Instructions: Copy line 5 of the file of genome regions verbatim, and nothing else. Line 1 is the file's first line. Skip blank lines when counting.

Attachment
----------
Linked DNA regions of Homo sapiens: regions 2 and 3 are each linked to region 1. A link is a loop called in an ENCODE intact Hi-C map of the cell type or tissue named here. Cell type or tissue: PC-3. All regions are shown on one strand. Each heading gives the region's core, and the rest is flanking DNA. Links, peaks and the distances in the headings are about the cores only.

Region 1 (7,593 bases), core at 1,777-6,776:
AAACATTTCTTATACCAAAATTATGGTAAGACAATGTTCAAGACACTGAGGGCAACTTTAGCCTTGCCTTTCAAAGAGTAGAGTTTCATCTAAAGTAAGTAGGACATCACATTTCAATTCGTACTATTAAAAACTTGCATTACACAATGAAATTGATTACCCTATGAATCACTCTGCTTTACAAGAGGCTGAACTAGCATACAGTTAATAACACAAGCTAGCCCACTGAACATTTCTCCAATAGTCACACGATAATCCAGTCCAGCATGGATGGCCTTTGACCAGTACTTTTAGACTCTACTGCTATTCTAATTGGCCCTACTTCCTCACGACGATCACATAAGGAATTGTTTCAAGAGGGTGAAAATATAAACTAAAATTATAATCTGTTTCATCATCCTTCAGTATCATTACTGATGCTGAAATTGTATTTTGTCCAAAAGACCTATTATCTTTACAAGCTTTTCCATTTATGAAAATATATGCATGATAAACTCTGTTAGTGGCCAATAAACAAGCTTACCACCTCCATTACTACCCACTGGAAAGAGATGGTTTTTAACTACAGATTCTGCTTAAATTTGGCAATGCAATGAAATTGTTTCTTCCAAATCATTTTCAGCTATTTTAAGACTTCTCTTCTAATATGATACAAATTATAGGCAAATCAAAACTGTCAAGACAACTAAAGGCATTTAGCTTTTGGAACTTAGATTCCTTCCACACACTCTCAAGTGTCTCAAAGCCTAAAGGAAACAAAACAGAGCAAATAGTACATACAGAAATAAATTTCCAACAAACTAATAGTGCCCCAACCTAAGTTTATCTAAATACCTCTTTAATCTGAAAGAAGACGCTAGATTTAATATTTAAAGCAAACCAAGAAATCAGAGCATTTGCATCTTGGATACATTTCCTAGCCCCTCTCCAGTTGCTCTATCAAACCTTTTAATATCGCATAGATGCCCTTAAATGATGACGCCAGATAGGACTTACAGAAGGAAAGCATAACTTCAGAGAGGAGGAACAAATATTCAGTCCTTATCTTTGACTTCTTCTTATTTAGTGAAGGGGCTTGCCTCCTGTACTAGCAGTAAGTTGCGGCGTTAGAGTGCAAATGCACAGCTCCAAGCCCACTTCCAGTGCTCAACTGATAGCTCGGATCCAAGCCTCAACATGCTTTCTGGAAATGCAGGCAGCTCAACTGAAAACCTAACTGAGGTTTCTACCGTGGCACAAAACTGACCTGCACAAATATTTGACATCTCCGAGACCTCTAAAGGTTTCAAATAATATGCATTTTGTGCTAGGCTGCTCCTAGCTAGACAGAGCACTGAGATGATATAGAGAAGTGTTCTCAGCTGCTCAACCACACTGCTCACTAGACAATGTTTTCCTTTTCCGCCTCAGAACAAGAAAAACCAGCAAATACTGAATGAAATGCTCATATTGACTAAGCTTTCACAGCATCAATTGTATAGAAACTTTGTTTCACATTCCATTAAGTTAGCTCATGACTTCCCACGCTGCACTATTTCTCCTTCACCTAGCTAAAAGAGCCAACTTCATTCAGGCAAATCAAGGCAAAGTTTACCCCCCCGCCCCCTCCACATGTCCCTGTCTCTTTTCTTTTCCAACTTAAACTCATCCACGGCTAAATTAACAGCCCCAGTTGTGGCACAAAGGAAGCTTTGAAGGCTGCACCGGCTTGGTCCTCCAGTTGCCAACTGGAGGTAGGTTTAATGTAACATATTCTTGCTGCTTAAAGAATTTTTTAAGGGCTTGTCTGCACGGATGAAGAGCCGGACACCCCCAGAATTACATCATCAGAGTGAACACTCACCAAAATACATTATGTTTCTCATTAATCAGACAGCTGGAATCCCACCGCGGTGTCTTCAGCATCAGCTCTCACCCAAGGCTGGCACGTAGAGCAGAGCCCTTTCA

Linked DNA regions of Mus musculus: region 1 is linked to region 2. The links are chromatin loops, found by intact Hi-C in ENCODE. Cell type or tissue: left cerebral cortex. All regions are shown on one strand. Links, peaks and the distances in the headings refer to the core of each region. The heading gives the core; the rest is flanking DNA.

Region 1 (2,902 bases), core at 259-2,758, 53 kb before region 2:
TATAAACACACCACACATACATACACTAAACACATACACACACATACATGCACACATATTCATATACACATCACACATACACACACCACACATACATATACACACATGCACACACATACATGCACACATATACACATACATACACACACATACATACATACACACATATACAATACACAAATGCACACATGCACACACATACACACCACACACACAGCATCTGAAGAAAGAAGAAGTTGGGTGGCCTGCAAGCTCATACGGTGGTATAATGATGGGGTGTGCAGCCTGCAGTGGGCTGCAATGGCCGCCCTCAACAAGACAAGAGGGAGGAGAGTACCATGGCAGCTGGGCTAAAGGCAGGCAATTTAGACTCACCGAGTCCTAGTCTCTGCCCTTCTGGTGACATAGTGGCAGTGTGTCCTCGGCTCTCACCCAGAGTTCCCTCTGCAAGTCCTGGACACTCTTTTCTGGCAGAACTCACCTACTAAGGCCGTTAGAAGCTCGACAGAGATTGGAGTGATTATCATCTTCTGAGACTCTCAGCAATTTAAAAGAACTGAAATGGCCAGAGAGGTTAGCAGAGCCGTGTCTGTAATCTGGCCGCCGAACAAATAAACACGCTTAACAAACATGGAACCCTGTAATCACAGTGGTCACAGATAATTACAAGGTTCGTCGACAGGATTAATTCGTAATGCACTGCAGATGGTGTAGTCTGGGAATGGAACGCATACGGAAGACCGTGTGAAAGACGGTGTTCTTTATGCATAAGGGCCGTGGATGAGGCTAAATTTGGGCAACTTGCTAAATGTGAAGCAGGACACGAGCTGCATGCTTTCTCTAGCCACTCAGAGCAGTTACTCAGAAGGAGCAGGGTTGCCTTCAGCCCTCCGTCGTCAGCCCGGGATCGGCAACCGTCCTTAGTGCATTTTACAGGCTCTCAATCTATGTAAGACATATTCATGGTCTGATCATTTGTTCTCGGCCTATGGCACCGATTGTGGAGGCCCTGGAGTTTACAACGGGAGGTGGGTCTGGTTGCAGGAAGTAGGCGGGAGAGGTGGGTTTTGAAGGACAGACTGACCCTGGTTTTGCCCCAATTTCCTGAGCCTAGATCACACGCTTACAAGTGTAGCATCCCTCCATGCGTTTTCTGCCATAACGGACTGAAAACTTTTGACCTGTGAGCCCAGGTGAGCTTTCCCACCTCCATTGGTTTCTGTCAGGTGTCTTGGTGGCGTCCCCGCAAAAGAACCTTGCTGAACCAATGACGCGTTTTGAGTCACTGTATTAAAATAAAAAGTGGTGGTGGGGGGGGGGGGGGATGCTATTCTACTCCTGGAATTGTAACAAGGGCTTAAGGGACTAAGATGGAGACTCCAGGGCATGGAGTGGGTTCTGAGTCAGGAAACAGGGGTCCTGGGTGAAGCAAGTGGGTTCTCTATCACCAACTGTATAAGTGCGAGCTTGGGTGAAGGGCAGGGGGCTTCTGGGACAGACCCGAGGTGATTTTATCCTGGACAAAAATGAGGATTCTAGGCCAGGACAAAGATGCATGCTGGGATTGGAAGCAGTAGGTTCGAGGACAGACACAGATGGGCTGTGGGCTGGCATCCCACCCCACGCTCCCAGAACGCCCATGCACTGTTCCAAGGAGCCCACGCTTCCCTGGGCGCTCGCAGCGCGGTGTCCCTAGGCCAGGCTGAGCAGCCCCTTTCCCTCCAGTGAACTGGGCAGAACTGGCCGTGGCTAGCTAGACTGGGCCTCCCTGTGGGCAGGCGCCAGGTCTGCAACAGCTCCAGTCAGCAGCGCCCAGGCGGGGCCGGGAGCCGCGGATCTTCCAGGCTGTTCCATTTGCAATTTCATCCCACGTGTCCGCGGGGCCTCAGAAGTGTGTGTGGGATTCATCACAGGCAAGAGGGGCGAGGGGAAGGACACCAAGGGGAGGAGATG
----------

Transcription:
Region 1 (2,902 bases), core at 259-2,758, 53 kb before region 2: